How to Follow Up After The Interview (Without Being a Stalker)

 In Career Tips, Job Search Strategy, LinkedIn, Professional Networking



How to Follow Up After The Interview Without StalkingThe recent uptick in hiring activity means that more and more candidates are doing phone screens and personal interviews. While this is great news, it also means that recruiters and hiring managers (whose staffs may have been decimated in the darkest days of the recession) are likely to be under increased pressure and therefore unable to follow up with candidates on a timely basis.

Candidate initiated communication after an interview has always been important. Also, the way you approach follow up after an interview or networking conversation is one additional way you can set yourself apart from the crowd and leave a positive impression.

So, what is the best way to communicate after an interview? How do you follow up effectively without “stalking” the recruiter or hiring manager? Here are some tips that I hope will help.

Immediacy is crucial. Plan on taking the time to follow up with everyone you talk to or interview with throughout your job search process. Be sure to collect business cards from each person you interview with. There is some debate among recruiters as to whether phone, email, or snail mail contact is most preferred. Email is usually best, but it is not out of the question for you to ask at the conclusion of your interview what method of contact the interviewer prefers, as well the expected date of the hiring decision. Bottom line, follow up using the company’s preferred media if you know it, and at minimum, send your follow up communications within 24 hours.

Content is crucial. When crafting your communication, remember that the interview process is not about you; it’s about solving problems at the company. During your interviews, be sure to ask about the immediate challenges facing a new hire in the position and the short and long-term success measures. The answers to these types of probing questions will be the focus of your follow up communication. Make notes during or immediately following your interview. When crafting your message, reiterate specifically how you will apply your industry knowledge, background and skills to address the company’s challenges. Including these details will make it very clear that you listened intently. Express your enthusiasm for the job, and thank the interviewer for his or her time. Sarah Stamboulie, a New York career consultant offers some great advice. She says, “The follow-up letter is almost like a proposal letter. You should tailor it to the company and suggest specific ways you can address the needs you discussed when you met.”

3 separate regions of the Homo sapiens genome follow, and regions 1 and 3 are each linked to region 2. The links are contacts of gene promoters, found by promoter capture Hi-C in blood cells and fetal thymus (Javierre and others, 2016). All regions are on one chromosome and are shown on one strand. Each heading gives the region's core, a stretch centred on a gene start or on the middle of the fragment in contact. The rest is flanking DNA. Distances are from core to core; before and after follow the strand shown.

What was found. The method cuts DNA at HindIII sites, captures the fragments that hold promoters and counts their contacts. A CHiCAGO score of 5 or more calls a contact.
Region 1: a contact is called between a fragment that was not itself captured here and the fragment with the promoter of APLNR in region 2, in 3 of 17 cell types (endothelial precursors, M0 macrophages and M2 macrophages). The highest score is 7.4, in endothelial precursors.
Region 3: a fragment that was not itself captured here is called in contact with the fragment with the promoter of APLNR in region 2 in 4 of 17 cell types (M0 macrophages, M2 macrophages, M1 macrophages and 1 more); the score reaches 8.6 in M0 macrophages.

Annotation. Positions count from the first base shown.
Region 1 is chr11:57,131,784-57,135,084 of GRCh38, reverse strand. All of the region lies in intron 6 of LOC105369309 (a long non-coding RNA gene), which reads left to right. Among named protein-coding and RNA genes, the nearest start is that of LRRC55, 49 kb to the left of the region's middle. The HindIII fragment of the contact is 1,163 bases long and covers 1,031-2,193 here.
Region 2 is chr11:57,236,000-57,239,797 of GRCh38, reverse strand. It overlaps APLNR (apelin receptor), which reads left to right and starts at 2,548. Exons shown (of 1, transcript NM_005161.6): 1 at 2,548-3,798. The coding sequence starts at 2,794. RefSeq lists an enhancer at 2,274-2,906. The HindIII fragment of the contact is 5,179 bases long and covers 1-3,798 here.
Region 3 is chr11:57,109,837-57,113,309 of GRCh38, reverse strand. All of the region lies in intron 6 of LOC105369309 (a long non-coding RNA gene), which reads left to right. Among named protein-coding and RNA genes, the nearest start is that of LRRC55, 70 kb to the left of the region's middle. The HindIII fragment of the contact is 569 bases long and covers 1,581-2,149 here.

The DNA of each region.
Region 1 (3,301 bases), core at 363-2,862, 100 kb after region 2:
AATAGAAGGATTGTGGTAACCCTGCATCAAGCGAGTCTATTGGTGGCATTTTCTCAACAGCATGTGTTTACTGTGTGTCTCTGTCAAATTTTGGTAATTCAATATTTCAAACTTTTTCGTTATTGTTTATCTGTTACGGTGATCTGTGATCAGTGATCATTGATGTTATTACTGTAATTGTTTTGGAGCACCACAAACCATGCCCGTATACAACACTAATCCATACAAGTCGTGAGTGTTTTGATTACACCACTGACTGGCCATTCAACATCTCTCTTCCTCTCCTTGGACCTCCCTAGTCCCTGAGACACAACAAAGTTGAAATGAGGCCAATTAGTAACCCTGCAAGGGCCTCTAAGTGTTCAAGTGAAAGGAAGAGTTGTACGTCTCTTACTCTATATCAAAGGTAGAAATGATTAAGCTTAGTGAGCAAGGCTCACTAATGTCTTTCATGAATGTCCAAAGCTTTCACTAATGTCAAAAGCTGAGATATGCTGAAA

Boundaries are crucial. Patience is a virtue, and this applies to job search as well. I recently read a great article on post-interview follow up by Anthony Balderrama that was about as straightforward and spot-on as you can get. Balderrama writes, “If you’re going to follow up with a letter after your initial follow-up letter, think again. You already said thank you, so what else do you need to say? Both you and the hiring manager know that another letter is your way of asking, ‘Did I get the job?’ Don’t clog the hiring manager’s inbox with more notes unless you want to be thought of as a pest.” Don’t show up unannounced at the employer’s office under any circumstance. Do extend a LinkedIn invitation to connect with the recruiter or hiring manager several days after your thank you letter if you have not done so previously.

While it is true that there are no absolutes in job search, it’s important, just as it is with your personal relationships, to know when its time to let go and move on. What you do immediately after your interview can make a big difference in the outcome of your candidacy, but try not to internalize the rejection you will inevitably experience at some point in this process.

Ideally you’ve identified numerous target companies and positions of interest and are working your network on several of them at any given time. Having the “next thing” to move on to when one avenue doesn’t work out is the best way to avoid becoming obsessive about a particular company or job, and will allow you to be free to consider other opportunities as they present themselves.


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